The Awl bids farewell

Alex Balk: The Awl, 2009-2018.

The surprise shouldn’t be that The Awl didn’t last, it should be that it lasted as long as it did. And now it’s dead. The archives will remain up, but I hope they degrade in the way everything on the Internet does and that eventually they sink into the vast sea of undiscoverable content so that a decade from now one of you can look at a young person who is ignoring you while she stares at her phone and say, “You can’t find it anymore, but the most amazing thing on the Internet was The Awl. It’s impossible to believe something that incredible existed.” And since everything will have disappeared no one will be able to dispute it. If we wait around long enough our legacy will be legend. We’ll secretly know the truth, but it won’t make any difference then, will it?

Thank you, in advance, for lying about how amazing we were. And thank you, right now, for your attention. You will never know how much it meant.

Now that we all know that the internet dissolves everything, not just bad things, perhaps it never deserved The Awl in the first place. The Awl implies a web that was never really lost because it never existed or could exist, a (wonderfully) conservative vision of the medium's potential to not be what it is. Yet for nearly ten years they proved that things implicit, things never really lost, things hoped for, the unrepressed sublime, can still be. Read the rest

Why The NYT buying The Wirecutter is such a big deal

Yesterday, we learned The Wirecutter (with sister site The Sweethome) was headed to New York City. It's the sort of good ending that's also a good beginning: they succeeded in their mission and have bright prospects for further growth. But Matt Haughey points out how much of the story everyone's missing: the entire site is a mere 1,000 posts.

I don’t think anyone gives Brian the credit he deserves

1. He single-handedly built his own empire without having to cater to advertisers or investors. 2. He built a site that made revenue in a way that was previously uncharted. 3. He built it according to his own rules, without needing to pressure writers and editors to publish as often as possible. 4. He built a brand and a site that launched many copycats but no one ever matched it. 5. His sites work thanks to trust built up between readers and writers, and it works because editors help maintain integrity since the day it launched. 6. He did it all in a place far, far from the tech hubs of SF and NYC, in Honolulu. Where he gets to surf almost daily.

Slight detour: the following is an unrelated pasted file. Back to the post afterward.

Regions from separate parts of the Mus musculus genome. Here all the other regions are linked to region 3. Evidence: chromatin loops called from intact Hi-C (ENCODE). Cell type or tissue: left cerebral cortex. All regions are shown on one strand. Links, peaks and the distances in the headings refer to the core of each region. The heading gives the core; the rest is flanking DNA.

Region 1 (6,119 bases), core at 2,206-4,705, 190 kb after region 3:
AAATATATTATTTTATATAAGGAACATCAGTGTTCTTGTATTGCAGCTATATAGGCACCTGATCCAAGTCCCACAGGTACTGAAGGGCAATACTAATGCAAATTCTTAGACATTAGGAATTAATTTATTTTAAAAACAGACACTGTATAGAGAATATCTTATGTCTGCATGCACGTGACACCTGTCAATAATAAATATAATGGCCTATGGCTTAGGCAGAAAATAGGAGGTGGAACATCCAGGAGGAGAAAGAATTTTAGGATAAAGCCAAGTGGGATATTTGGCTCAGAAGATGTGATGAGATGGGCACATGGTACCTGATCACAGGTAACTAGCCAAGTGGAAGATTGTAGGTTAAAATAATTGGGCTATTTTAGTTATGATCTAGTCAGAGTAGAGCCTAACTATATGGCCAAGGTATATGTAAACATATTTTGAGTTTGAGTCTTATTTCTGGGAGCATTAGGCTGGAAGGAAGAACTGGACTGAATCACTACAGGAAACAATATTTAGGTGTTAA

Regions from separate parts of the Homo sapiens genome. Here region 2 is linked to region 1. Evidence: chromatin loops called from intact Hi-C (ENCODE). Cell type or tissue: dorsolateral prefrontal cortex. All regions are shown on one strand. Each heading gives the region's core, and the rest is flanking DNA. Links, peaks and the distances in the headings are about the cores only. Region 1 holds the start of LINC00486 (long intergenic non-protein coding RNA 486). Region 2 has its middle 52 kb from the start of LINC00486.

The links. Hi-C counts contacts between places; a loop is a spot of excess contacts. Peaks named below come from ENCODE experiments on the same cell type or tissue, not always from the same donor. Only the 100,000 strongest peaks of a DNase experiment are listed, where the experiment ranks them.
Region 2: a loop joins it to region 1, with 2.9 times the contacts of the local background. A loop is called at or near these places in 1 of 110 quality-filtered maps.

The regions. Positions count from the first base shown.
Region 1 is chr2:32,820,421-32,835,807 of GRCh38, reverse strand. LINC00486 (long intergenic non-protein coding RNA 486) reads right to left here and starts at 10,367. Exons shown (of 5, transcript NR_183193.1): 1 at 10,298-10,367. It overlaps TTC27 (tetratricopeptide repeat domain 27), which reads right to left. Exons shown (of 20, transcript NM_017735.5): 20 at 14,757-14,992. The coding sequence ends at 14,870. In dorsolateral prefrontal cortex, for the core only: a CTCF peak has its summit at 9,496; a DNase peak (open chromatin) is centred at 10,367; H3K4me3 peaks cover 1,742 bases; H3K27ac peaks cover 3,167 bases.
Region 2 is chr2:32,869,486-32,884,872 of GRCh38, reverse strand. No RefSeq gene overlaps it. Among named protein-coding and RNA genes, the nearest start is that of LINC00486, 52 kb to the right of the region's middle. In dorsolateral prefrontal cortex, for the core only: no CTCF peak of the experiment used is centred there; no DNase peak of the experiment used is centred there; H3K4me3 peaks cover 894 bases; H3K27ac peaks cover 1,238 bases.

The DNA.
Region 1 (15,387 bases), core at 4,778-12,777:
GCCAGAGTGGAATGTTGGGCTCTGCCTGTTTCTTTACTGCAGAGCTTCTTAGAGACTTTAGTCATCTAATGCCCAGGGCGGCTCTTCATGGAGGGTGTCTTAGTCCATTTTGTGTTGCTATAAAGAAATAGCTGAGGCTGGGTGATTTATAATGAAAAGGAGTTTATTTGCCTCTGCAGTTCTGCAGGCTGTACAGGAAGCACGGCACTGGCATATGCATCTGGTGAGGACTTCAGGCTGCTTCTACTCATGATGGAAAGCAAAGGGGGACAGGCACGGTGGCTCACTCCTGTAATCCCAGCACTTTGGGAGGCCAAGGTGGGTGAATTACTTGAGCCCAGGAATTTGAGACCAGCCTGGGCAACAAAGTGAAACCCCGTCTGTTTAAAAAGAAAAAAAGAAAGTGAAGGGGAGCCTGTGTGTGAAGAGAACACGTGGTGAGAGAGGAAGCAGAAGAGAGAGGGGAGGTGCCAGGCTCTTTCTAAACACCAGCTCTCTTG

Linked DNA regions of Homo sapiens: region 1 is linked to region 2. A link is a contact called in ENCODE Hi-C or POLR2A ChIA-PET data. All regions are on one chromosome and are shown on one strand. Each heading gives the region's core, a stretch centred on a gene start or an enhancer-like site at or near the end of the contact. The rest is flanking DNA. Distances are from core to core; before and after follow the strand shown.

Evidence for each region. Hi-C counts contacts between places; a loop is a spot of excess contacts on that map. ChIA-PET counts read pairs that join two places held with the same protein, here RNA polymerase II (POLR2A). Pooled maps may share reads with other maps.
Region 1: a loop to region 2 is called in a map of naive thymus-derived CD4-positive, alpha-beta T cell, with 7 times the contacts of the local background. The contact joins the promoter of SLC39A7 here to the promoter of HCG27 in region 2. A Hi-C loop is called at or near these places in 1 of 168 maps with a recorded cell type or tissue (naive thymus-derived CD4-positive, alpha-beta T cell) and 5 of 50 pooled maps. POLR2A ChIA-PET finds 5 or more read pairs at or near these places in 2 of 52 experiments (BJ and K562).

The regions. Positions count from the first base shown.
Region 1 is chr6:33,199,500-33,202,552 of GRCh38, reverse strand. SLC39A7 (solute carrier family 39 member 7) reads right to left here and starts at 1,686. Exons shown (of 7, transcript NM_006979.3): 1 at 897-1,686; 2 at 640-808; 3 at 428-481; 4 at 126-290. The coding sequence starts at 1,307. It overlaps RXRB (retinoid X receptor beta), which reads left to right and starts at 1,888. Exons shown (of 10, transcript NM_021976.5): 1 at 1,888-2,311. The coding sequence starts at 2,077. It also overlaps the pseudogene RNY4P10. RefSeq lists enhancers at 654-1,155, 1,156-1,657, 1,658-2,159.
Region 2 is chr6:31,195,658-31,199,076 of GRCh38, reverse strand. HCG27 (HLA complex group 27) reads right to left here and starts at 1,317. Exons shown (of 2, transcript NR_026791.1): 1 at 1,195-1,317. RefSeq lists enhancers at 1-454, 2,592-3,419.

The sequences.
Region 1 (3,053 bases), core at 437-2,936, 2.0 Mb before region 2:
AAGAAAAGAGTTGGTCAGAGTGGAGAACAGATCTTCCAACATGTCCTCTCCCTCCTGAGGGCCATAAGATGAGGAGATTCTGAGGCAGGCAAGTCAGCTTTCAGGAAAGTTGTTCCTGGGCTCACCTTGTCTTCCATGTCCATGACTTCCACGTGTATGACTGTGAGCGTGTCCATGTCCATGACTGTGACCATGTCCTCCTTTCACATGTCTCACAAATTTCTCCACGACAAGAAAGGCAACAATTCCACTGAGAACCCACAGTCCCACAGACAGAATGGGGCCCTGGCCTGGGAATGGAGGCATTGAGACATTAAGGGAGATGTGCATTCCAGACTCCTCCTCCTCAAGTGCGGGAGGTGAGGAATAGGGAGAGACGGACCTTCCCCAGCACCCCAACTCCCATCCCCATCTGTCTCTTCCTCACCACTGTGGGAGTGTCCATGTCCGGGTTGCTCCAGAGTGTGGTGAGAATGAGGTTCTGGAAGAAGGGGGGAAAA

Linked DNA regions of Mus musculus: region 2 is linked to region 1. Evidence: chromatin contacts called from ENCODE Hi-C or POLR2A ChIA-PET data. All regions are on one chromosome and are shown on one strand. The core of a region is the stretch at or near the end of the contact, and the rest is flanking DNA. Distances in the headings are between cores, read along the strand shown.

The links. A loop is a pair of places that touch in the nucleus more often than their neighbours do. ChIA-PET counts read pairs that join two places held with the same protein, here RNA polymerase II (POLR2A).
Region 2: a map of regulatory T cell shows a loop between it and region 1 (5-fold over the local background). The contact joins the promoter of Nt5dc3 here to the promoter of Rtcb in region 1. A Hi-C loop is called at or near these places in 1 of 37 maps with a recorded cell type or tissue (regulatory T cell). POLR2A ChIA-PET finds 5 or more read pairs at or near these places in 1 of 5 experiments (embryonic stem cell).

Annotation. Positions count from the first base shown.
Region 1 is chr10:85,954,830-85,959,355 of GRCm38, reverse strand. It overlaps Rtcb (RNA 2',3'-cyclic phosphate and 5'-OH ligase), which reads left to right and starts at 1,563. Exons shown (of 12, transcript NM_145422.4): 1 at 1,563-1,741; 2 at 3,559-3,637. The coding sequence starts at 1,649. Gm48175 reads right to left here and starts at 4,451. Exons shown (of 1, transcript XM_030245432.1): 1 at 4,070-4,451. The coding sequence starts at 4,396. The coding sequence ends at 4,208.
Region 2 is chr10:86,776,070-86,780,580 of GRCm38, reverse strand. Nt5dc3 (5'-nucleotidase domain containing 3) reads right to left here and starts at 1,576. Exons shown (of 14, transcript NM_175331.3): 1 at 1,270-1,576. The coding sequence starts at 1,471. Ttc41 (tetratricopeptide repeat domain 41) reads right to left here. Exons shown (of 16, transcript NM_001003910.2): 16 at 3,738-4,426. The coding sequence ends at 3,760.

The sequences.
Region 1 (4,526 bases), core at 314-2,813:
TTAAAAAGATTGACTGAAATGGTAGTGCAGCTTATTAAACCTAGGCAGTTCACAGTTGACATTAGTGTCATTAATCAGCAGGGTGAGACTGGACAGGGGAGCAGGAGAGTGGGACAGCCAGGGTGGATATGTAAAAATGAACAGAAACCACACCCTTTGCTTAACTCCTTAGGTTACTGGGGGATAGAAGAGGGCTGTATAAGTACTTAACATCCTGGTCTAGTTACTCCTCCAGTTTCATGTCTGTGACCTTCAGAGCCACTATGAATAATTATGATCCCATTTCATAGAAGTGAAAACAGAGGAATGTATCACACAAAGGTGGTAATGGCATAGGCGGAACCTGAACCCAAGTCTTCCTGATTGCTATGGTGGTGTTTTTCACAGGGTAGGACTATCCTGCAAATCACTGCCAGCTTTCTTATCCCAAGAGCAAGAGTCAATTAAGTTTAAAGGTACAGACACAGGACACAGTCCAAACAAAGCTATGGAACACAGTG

Not great taste in sub-cubic foot microwave ovens tho. Read the rest

All the startups Yahoo bought in the last few years, and what happened to them

After 20 years at the heart of the web, Yahoo is all but done, with a sale expected soon and talent fleeing as fast as it can. CEO Marissa Mayer's plan to turn things around involve buying 50 startups. What happened to them? Read the rest

Saying "never read the comments" turns a blind eye to abuse

Anil Dash writes that a cynical blogger in-joke—"never read the comments"—has become a "bad habit," an excuse for giving free rein to abusive conduct.

honestly, I get it — making a joke out of the situation may be the only way of dealing with that horrible feeling of dread that comes from knowing an institution values one’s words enough to profit from them, but not enough to protect the person writing those words…

Yet I think our reflexive use of these grim jokes have gotten accepted into the culture of people who build, manage, and publish on large social apps and media sites. The fact that we joke about it documents an acceptance of a culture of abuse online. It helps normalize online harassment campaigns and treat the empowerment of abusers as inevitable, rather than solvable.

And worse, we denigrate a form that used to be, and sometimes still is, a powerful way of making meaningful connections with the world. I met most of my closest friends in the comments on my blog, or by commenting on theirs.

Read the rest